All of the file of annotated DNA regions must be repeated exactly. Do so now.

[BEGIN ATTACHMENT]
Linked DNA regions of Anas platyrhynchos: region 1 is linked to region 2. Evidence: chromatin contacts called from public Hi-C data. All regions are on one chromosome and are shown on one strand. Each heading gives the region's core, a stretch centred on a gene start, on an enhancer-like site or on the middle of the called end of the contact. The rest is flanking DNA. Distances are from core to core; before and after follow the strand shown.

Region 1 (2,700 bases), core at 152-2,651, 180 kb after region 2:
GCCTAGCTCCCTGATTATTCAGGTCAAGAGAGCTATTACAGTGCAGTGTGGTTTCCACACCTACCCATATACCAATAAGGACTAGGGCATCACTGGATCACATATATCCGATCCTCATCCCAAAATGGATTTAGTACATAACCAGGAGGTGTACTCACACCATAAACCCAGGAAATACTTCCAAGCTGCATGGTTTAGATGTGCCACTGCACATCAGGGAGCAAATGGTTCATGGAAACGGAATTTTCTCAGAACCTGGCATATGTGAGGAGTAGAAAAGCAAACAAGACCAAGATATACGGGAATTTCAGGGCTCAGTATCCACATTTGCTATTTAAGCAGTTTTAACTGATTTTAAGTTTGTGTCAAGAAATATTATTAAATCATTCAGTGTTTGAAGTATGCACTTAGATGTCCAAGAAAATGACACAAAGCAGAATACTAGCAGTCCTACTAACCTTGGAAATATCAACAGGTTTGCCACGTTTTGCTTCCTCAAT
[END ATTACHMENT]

Linked DNA regions of Anas platyrhynchos: region 1 is linked to region 2. Evidence: chromatin contacts called from public Hi-C data. All regions are on one chromosome and are shown on one strand. Each heading gives the region's core, a stretch centred on a gene start, on an enhancer-like site or on the middle of the called end of the contact. The rest is flanking DNA. Distances are from core to core; before and after follow the strand shown.

Region 1 (2,700 bases), core at 152-2,651, 180 kb after region 2:
GCCTAGCTCCCTGATTATTCAGGTCAAGAGAGCTATTACAGTGCAGTGTGGTTTCCACACCTACCCATATACCAATAAGGACTAGGGCATCACTGGATCACATATATCCGATCCTCATCCCAAAATGGATTTAGTACATAACCAGGAGGTGTACTCACACCATAAACCCAGGAAATACTTCCAAGCTGCATGGTTTAGATGTGCCACTGCACATCAGGGAGCAAATGGTTCATGGAAACGGAATTTTCTCAGAACCTGGCATATGTGAGGAGTAGAAAAGCAAACAAGACCAAGATATACGGGAATTTCAGGGCTCAGTATCCACATTTGCTATTTAAGCAGTTTTAACTGATTTTAAGTTTGTGTCAAGAAATATTATTAAATCATTCAGTGTTTGAAGTATGCACTTAGATGTCCAAGAAAATGACACAAAGCAGAATACTAGCAGTCCTACTAACCTTGGAAATATCAACAGGTTTGCCACGTTTTGCTTCCTCAAT